Ontario Forest Industries Association (OFIA)
The Ontario Forest Industries Association (OFIA) is a provincial trade association and is the home of CLA Grading and Inspection. For the past 76 years, the OFIA has represented big and small companies that manufacture every type of wood product in Ontario.
Ontario’s renewable forest products sector supports over 172,000 direct and indirect jobs in 260 Ontario communities. Since 1943, the Ontario Forest Industries Association has represented forestry companies ranging from multinational corporations to family operated businesses producing advanced manufactured products and technologies.
The Canadian Business Journal recently spoke with OFIA CEO Jamie Lim and its Director of Forest Policy Ian Dunn about the current initiatives and future hopes and expectations for the organization as it continues to promote the responsible use and regrowth of Ontario’s forests. The forest industry has a value of $15.5 billion for the provincial economy on an annual basis.
The fact that so many large international companies are able to sit at a boardroom table with family-operated companies and effectively develop a business plan and a pathway that is always looking towards what is best for the sector is a testament to the foresight of the companies and the effectiveness of the OFIA. Lim says companies will routinely set aside their own specific objectives and goals for the betterment of the sector as a whole.
“In the 15 years that I’ve been here we’ve only had one vote at the board table,” Lim reveals. “There are always great discussions about what it will take to grow this renewable sector in the province and the board gets there with a consensus. It’s an awesome process to be involved in.”
The OFIA is committed to three main pillars of sustainability: environmental protection, social development and economic development. Most, if not all, provincial and national associations within the forestry sector adhere to these three pillars.
For the vast majority of people involved within this industry they’ve spent most of their lives growing up with forests in their backyards, and showing a deep respect for nature. As an example of the caring shown by those within the sector, Lim points to a company called Shaw Lumber in Pembroke.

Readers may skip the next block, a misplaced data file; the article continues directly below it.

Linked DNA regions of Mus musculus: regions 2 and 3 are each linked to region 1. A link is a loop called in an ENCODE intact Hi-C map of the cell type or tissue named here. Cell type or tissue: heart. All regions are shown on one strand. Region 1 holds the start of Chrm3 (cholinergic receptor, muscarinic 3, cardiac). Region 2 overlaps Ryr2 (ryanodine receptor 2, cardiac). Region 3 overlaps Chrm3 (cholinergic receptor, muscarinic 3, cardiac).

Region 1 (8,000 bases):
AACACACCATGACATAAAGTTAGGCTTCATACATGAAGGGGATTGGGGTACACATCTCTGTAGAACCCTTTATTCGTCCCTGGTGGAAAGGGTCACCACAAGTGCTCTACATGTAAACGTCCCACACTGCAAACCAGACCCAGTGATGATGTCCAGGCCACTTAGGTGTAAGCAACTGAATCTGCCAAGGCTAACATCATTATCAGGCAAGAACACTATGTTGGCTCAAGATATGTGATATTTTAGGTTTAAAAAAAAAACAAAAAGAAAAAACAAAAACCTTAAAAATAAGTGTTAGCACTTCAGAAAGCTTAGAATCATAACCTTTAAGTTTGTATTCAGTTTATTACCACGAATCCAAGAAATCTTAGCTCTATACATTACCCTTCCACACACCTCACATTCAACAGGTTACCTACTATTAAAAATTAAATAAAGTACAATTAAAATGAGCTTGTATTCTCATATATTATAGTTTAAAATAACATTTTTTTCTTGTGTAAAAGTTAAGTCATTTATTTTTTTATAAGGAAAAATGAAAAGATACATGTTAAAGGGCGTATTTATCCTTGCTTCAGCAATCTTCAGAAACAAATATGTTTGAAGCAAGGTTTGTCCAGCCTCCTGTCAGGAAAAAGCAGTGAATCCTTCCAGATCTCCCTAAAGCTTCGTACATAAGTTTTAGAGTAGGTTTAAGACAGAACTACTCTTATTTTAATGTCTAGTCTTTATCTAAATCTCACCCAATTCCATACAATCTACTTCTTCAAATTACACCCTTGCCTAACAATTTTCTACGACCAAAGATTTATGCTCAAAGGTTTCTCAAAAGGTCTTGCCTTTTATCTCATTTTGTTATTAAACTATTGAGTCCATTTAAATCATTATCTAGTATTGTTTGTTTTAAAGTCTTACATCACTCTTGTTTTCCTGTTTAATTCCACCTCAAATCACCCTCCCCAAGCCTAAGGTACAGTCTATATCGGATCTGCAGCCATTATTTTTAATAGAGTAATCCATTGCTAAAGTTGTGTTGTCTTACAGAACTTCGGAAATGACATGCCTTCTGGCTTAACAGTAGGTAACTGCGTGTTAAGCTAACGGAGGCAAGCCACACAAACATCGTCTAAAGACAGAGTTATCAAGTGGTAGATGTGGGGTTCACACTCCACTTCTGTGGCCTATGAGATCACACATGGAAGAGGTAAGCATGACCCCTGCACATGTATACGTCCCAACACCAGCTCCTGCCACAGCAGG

“They have been operating on the same land base for six generations. You can’t do that unless you clearly understand sustainability and respect. It would be shortsighted for any of my members to just look at harvesting today and not thinking about 20, 40 or 60 years from now,” she notes.
When the OFIA develops its forest management plans, the development is not for the five years but rather the plans encapsulate initiatives for the entire next generation. The process is simple: plant, cut and repeat – all on the same land. Lim points to a phrase Ontario Minister of Natural Resources and Forestry John Yakabuski said, which sums up the industry with exceptional accuracy: ‘it’s slow farming.’
“It’s a great way to describe what we do,” says Lim. “Our crop doesn’t grow in a summer season. Our crop takes longer to grow but it would be negligent of us if we weren’t ensuring that there was a healthy forest following our harvesting. In Canada, it’s also the law. Regeneration is part of the legislative commitment.”
It was about 18 months ago when Ian Dunn brought Finland’s national forestry strategy to Lim’s attention. Geographically, Ontario is three times larger than Finland but in 2015, Ontario harvested 80% less than Finland. Finland harvested 65 million cubic metres of wood and in that same year Ontario harvested 15.8 million cubic metres, which Lim and Dunn view as a huge lost opportunity for Ontario.
About a year ago Lim and her colleagues met with all three main political parties and suggested to them that Ontario needed to put together a provincial forestry strategy that would look at growing the responsible use of our renewable forestry resource.
“In Ontario, we harvest 0.2% annually of our forest,” reveals Lim. “Finland harvests about 2%. We’re hoping the provincial forestry strategy that was announced with the new government will provide a method on how we can grow the use of our renewable sector so that northern and rural Ontario can grow their economies and provide good-paying jobs. It will benefit the entire province at a time when the entire world wants more wood.”